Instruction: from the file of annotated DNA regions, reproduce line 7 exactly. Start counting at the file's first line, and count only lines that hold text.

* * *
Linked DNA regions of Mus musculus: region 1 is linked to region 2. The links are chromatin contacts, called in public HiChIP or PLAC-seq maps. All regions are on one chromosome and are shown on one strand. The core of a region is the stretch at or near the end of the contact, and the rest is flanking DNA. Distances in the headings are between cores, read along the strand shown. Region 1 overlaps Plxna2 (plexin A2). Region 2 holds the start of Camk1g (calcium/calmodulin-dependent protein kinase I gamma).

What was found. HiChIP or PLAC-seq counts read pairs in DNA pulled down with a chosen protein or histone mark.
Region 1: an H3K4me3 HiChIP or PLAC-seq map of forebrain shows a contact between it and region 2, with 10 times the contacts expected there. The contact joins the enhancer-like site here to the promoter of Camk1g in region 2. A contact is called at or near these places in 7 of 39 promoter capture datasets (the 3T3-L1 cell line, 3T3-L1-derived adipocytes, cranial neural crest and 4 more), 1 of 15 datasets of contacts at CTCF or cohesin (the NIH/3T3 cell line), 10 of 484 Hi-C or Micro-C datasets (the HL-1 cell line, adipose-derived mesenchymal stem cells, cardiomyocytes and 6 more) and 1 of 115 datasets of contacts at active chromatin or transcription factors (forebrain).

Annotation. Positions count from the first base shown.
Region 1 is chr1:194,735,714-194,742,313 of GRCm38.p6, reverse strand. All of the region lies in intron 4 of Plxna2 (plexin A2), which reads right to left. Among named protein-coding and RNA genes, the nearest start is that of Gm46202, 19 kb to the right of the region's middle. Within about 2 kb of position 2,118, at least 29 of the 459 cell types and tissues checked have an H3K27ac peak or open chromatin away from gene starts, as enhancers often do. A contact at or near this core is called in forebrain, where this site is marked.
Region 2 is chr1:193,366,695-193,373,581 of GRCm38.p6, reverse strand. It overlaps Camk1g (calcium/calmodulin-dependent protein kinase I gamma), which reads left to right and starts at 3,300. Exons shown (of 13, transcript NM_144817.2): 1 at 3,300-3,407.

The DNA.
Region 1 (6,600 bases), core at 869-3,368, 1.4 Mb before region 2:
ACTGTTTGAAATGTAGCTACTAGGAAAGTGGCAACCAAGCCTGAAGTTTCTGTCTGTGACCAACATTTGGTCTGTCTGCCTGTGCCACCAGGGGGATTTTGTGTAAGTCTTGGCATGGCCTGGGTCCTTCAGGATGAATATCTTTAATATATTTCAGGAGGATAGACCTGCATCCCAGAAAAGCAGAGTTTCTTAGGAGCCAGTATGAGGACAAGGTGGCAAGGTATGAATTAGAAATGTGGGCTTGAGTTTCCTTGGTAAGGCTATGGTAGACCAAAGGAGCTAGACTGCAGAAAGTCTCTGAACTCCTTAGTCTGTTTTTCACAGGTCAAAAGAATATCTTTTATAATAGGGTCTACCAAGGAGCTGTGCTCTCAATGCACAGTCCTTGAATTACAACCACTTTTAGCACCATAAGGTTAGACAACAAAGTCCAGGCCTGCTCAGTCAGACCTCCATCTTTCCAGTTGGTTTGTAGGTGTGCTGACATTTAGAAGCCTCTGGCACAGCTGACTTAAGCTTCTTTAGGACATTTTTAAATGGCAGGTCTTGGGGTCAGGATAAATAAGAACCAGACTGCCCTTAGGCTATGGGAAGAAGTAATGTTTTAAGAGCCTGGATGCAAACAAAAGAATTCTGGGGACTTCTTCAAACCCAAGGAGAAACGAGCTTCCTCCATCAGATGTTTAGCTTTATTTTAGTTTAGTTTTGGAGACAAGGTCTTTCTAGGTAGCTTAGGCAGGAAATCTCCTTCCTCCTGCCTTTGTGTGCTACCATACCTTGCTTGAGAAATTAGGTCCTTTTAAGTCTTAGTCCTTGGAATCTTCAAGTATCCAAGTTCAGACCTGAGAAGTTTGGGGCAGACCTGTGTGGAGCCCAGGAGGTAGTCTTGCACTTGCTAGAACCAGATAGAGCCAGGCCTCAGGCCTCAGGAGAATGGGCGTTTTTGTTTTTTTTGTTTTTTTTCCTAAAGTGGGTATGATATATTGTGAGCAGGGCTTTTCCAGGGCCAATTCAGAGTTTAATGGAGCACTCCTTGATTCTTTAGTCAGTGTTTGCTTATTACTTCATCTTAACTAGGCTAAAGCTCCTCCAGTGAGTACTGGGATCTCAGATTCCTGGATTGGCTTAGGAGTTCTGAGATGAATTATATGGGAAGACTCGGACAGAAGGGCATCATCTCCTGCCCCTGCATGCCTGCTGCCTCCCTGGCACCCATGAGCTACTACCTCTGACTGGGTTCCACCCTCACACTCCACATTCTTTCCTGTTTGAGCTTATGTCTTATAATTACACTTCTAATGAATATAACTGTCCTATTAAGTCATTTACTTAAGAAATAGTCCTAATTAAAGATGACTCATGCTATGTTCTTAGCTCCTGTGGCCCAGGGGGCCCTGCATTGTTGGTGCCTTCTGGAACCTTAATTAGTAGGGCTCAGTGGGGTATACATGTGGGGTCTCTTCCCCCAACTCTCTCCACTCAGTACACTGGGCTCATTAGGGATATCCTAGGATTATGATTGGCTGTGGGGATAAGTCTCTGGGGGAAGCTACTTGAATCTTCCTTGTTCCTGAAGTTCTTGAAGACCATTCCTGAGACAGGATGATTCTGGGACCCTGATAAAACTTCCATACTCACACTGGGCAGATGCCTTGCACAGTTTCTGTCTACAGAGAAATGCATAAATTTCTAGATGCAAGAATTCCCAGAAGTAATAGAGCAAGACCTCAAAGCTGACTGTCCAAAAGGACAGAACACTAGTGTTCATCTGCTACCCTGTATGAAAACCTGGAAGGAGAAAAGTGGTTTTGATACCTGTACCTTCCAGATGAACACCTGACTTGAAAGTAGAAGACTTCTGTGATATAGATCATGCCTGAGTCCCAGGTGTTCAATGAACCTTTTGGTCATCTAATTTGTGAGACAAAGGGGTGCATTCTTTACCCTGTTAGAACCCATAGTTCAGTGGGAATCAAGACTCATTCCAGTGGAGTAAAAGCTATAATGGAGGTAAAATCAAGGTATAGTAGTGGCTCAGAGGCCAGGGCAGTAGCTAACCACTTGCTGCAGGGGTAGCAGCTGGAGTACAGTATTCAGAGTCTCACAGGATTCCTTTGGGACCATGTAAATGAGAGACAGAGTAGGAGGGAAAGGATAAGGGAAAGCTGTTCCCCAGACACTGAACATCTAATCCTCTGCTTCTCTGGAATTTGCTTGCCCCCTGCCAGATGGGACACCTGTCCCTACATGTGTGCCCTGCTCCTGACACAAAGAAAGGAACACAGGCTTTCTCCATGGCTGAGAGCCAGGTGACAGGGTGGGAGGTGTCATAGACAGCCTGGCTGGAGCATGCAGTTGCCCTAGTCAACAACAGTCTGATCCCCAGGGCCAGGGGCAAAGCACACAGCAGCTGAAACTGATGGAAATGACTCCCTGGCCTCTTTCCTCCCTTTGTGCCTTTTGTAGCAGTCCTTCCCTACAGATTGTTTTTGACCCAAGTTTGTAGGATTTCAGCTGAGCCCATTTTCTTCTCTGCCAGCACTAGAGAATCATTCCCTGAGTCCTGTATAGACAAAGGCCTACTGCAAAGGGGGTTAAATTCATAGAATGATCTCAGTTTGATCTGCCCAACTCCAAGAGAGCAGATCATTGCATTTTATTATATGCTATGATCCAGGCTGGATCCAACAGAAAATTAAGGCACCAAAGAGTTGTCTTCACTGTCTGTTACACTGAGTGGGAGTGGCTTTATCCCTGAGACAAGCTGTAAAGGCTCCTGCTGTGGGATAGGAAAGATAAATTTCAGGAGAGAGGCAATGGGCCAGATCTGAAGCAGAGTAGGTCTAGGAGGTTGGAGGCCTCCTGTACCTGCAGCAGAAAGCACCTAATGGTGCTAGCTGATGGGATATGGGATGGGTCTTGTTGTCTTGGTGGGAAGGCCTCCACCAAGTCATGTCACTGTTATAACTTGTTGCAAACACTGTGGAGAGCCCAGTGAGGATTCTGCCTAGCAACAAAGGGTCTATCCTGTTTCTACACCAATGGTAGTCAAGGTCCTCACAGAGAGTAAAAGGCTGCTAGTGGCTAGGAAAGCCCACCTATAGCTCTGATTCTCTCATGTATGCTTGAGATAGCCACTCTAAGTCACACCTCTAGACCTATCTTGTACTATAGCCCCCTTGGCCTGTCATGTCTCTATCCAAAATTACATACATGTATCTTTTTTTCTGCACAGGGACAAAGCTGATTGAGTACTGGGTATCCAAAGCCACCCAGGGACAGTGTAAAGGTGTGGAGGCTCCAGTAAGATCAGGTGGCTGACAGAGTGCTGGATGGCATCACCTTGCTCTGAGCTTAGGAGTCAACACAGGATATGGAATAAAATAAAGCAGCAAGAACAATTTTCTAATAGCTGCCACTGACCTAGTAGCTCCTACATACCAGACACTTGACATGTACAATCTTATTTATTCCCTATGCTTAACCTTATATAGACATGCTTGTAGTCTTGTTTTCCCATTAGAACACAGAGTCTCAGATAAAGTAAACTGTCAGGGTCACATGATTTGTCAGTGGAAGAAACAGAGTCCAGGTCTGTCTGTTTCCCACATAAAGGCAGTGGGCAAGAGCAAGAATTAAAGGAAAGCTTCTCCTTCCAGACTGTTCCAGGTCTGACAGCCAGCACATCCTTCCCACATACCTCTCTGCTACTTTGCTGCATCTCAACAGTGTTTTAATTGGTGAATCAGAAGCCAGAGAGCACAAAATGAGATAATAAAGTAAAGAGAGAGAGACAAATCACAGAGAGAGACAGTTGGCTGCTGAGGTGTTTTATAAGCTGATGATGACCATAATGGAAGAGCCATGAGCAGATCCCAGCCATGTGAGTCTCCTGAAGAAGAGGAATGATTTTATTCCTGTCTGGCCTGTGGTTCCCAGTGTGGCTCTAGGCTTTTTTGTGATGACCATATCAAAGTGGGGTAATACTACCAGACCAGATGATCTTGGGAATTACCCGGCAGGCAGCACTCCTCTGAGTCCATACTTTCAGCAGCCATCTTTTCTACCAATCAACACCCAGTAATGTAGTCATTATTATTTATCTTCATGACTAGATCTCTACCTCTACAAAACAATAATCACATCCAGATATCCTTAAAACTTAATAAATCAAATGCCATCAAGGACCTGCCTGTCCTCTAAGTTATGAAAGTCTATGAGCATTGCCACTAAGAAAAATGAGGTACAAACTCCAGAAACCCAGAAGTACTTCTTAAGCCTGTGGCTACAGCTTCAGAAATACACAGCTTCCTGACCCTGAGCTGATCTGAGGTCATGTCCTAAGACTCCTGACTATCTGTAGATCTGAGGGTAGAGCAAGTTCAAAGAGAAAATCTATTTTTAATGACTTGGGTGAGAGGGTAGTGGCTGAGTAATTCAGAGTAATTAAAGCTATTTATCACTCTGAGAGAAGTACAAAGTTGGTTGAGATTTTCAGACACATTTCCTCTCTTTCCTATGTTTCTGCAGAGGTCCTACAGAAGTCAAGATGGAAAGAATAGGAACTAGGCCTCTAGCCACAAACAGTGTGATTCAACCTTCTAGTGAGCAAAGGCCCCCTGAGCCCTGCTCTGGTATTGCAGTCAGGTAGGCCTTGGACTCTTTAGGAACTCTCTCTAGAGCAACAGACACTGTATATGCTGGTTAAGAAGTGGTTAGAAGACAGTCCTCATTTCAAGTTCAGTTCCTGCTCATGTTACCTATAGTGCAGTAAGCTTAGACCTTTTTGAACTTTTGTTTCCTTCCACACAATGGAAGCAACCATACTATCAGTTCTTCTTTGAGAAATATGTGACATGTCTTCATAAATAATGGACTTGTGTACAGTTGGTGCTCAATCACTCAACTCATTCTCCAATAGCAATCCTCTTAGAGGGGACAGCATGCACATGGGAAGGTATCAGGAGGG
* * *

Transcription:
The DNA.